Consumer Reports: In General, Dealerships Lack Plug In Vehicle Knowledge, But Only a Fraction Of Dealers Discourage EV Sales
Recently, Consumer Reports set out on a seemingly simple mission. The goal was to evaluate various dealerships on how well they’re acquainted with electric vehicles and on how willing/motivated they are to sell plug in vehicle.
Consumer Reports stated:
“You would think that if you were to go to a car dealership that sold electric cars, a salesperson would want to sell you one. But that that’s true only some of the time, a months-long survey by Consumer Reports reveals. And that’s the case with some brands more than others.”
As always, Consumer Reports does not disclose its identity to dealerships when conducting automotive investigation of this nature.
Below, Consumer Reports describes both the trigger for this investigation and the process in which it obtained the information:
“After several consumers who wanted to buy a plug-in car reported to us that some dealerships were steering them toward gas-powered models, we decided to see how salespeople answered their questions about electric cars and whether they were encouraged to buy an EV or directed toward other models. In total, 19 secret shoppers went to 85 dealerships in four states, making their anonymous visits between December 2013 and March 2014.”
“We also had our shoppers record the number of plug-in vehicles each dealership had in stock and which models to see whether salespeople were just trying to sell what they had available on the lot.”
“To gauge the salespeople’s knowledge about electric cars, our secret shoppers asked a number of specific questions about the vehicles. Questions covered tax breaks and other incentives, vehicle charge time, cost, and options, vehicle range, and battery life and warranty. They also asked the salespeople whether they recommended buying or leasing.”
Let’s now take a look at some of the findings, as detailed by Consumer Reports:
- We found that whether salespeople encourage the sale of an electric car or discourage shoppers from buying one seems to have as much to do with their knowledge about plug-in cars as with the number the dealership has in stock.
- Overall, many dealership salespeople were not as knowledgeable about electric cars as you might expect.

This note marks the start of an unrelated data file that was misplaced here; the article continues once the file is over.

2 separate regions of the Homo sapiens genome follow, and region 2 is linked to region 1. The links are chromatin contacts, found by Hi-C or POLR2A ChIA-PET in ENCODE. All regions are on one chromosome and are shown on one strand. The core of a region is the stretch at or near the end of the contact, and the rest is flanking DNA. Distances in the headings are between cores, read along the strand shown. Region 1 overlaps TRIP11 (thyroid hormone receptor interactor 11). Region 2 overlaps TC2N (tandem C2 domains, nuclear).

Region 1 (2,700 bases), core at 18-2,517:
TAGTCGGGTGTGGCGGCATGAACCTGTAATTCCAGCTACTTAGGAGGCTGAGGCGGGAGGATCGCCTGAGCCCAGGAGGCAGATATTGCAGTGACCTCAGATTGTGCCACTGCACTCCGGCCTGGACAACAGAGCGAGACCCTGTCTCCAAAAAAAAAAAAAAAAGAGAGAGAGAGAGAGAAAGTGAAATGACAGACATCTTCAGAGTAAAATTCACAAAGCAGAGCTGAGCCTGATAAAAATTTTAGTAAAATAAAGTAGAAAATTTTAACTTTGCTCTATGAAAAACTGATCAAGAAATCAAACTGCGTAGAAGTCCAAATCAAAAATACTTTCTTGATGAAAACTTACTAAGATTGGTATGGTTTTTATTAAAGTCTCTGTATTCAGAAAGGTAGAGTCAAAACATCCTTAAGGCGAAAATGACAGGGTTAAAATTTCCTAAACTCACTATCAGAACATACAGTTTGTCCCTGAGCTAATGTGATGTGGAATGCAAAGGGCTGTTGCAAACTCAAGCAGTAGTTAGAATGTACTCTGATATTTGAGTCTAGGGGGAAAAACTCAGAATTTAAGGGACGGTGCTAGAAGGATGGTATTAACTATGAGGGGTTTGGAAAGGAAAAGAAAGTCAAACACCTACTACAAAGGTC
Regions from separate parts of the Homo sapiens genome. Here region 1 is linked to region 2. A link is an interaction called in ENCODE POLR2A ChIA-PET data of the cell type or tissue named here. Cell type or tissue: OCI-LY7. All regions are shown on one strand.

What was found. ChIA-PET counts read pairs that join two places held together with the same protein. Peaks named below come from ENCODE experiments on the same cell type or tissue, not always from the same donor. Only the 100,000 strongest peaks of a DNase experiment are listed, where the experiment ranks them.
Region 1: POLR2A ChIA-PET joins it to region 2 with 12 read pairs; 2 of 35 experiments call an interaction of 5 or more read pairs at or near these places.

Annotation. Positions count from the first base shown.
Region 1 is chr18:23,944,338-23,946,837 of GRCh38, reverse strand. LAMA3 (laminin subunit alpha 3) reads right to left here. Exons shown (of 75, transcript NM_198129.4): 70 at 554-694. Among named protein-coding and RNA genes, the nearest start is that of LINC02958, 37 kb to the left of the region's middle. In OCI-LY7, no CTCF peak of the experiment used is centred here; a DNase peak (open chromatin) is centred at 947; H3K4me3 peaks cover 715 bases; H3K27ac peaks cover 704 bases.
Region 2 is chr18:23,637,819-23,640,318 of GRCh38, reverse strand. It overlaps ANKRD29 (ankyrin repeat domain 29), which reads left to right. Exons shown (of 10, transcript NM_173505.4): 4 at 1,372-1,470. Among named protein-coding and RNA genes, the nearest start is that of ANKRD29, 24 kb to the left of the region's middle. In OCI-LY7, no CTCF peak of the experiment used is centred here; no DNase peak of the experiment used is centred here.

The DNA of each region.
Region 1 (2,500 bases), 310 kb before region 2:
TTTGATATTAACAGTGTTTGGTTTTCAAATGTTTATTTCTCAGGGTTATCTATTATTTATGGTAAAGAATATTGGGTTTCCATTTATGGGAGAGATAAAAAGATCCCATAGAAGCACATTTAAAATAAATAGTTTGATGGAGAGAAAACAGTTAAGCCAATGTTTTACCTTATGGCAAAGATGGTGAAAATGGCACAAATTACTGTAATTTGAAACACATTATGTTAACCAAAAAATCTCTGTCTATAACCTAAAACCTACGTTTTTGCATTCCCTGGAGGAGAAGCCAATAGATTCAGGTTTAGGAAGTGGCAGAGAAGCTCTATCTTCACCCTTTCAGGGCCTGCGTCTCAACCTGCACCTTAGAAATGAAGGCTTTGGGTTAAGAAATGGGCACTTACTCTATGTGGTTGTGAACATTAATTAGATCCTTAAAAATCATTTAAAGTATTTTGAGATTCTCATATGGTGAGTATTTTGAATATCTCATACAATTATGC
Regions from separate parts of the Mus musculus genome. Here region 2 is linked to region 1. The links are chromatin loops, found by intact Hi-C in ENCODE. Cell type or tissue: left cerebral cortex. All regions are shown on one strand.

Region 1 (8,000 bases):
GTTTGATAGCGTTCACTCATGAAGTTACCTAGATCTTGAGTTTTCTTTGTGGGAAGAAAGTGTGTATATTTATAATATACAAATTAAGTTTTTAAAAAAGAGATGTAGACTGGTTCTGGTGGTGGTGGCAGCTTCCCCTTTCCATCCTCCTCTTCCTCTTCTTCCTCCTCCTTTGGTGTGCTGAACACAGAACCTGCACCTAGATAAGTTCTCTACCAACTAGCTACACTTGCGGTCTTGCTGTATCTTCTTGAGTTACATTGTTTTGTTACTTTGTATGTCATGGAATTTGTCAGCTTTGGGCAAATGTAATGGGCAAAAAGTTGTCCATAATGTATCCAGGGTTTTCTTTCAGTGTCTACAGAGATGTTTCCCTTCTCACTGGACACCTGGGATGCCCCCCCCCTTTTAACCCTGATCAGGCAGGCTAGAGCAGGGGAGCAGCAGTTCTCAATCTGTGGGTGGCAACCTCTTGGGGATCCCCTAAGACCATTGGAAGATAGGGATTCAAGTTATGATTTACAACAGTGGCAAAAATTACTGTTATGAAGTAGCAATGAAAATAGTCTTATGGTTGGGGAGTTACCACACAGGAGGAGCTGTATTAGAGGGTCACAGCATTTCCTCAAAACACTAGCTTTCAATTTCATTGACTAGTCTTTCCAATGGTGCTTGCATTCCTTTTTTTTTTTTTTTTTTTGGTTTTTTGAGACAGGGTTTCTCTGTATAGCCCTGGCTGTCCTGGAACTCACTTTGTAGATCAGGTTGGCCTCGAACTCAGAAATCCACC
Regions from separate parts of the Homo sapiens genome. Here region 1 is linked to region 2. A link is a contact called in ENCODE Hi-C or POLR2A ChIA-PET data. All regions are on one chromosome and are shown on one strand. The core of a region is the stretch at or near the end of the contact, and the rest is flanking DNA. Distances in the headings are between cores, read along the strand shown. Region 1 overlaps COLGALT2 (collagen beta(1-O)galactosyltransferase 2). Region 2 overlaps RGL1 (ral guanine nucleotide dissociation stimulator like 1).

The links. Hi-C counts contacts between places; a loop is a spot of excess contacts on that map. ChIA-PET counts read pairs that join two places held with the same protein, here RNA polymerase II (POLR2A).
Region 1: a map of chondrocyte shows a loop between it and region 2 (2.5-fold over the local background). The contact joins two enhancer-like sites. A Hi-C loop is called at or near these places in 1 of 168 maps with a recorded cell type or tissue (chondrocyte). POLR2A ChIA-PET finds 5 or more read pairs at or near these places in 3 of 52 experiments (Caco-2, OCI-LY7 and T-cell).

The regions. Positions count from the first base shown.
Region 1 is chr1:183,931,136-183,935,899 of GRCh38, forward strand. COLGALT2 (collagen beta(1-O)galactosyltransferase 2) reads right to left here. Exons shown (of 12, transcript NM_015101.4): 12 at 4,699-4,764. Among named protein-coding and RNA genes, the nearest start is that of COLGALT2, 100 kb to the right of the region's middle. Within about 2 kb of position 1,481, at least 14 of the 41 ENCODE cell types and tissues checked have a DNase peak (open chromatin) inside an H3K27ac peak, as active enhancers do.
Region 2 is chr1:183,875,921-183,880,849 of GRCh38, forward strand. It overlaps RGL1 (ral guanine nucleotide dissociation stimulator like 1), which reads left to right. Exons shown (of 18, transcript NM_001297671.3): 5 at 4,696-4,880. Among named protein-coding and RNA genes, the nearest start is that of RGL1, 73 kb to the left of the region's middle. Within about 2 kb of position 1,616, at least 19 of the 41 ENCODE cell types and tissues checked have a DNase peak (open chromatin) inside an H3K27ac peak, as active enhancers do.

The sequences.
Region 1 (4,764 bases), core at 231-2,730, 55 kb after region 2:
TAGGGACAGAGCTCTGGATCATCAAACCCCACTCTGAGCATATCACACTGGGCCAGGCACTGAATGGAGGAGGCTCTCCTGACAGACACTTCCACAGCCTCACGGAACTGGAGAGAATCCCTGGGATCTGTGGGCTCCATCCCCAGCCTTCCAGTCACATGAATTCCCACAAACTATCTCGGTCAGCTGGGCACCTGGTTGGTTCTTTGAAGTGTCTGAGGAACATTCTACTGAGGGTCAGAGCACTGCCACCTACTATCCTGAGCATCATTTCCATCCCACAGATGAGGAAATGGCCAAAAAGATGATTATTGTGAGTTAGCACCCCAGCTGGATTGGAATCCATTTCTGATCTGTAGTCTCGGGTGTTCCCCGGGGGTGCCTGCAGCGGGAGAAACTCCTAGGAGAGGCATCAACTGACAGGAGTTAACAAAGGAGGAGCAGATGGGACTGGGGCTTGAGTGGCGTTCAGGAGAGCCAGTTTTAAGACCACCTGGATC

- Many seemed not to have a good understanding of electric-car tax breaks and other incentives or of charging needs and costs.
- When it came to answering basic questions, we found that salespeople at Chevrolet, Ford, and Nissan dealerships tended to be better informed than those at Honda and Toyota, with a notable distinction between Chevrolet and Toyota.
- Toyota salespeople, especially, were more likely to discourage the sale of plug-in models
That’s the more general overview of the secret shoppers found. Here are some specific details that truly irk usL
- A sales manager at Manhattan Ford in New York City, the only Ford dealership actually owned by the automaker, at first denied there was a Focus EV, and then said it couldn’t be leased. Both statements are incorrect.
- When asked about a Prius Plug-in, a salesperson at Star Toyota Scion of Bayside, N.Y., would not even show our shopper the car, despite having one in stock.
- Most of the Toyota dealerships we visited recommended against buying a Prius Plug-in and suggested buying a standard Prius hybrid instead.
And now for the conclusion, as told by Consumer Reports:
“Overall, our secret shoppers reported that only 13 dealers “discouraged sale of EV,” with seven of them being in New York. Most of those stores had little to no inventory. However, at 35 of the 85 dealerships they visited, our shoppers said salespeople recommended buying a gas-powered car instead. Besides the standard Prius, a few of these cases seemed like reasonable advice. For example, one salesperson suggested a Nissan SUV instead of a LEAF when our shopper told him she had a commute that would stretch the LEAF’s range.”
“In the end, most salespeople seemed to have the consumer’s interest at heart, though a few were clearly not interested selling a plug-in car they knew little about. Still, even at the least knowledgeable dealership visited for this project, our secret shopper said they felt positive about the experience overall.”
We highly recommend you check out the full Consumer Reports’ story titled “Dealers not always plugged in about electric cars, Consumer Reports’ study reveals” by clicking here.
Source: Consumer Reports